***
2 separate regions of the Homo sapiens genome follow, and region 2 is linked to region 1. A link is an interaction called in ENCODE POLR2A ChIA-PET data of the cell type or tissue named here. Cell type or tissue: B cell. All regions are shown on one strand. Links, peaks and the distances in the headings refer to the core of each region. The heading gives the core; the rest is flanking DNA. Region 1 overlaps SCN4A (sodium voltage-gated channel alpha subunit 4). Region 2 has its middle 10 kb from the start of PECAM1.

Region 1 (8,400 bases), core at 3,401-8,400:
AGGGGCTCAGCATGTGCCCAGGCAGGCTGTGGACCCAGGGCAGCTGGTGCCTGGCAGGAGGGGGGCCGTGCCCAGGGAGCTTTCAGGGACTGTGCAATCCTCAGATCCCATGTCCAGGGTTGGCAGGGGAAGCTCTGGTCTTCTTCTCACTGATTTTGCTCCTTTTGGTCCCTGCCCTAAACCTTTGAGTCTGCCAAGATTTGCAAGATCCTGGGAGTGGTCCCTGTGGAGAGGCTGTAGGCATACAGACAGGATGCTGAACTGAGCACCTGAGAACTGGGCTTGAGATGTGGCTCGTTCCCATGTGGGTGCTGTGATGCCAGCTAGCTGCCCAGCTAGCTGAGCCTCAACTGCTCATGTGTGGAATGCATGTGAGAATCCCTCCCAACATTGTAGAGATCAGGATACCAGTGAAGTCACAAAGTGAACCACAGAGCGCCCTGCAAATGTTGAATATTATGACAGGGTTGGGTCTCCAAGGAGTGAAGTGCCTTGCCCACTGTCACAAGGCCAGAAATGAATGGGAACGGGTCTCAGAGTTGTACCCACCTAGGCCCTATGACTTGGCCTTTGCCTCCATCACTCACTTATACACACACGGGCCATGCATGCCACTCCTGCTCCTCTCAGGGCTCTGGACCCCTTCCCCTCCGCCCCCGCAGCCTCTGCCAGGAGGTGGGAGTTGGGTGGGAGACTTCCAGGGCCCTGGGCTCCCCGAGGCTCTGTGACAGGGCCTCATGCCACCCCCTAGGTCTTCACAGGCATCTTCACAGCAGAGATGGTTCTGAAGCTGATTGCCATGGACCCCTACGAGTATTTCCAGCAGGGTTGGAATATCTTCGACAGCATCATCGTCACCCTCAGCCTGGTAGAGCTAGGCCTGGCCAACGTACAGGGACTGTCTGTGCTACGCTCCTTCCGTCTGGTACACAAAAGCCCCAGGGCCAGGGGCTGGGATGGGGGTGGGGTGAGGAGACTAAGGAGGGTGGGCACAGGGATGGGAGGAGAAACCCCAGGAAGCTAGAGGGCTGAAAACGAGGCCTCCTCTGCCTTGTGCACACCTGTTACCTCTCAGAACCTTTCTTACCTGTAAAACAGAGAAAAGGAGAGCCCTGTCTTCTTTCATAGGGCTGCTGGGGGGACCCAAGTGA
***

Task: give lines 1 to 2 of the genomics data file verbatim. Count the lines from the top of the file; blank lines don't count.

2 separate regions of the Homo sapiens genome follow, and region 2 is linked to region 1. A link is an interaction called in ENCODE POLR2A ChIA-PET data of the cell type or tissue named here. Cell type or tissue: B cell. All regions are shown on one strand. Links, peaks and the distances in the headings refer to the core of each region. The heading gives the core; the rest is flanking DNA. Region 1 overlaps SCN4A (sodium voltage-gated channel alpha subunit 4). Region 2 has its middle 10 kb from the start of PECAM1.

Region 1 (8,400 bases), core at 3,401-8,400: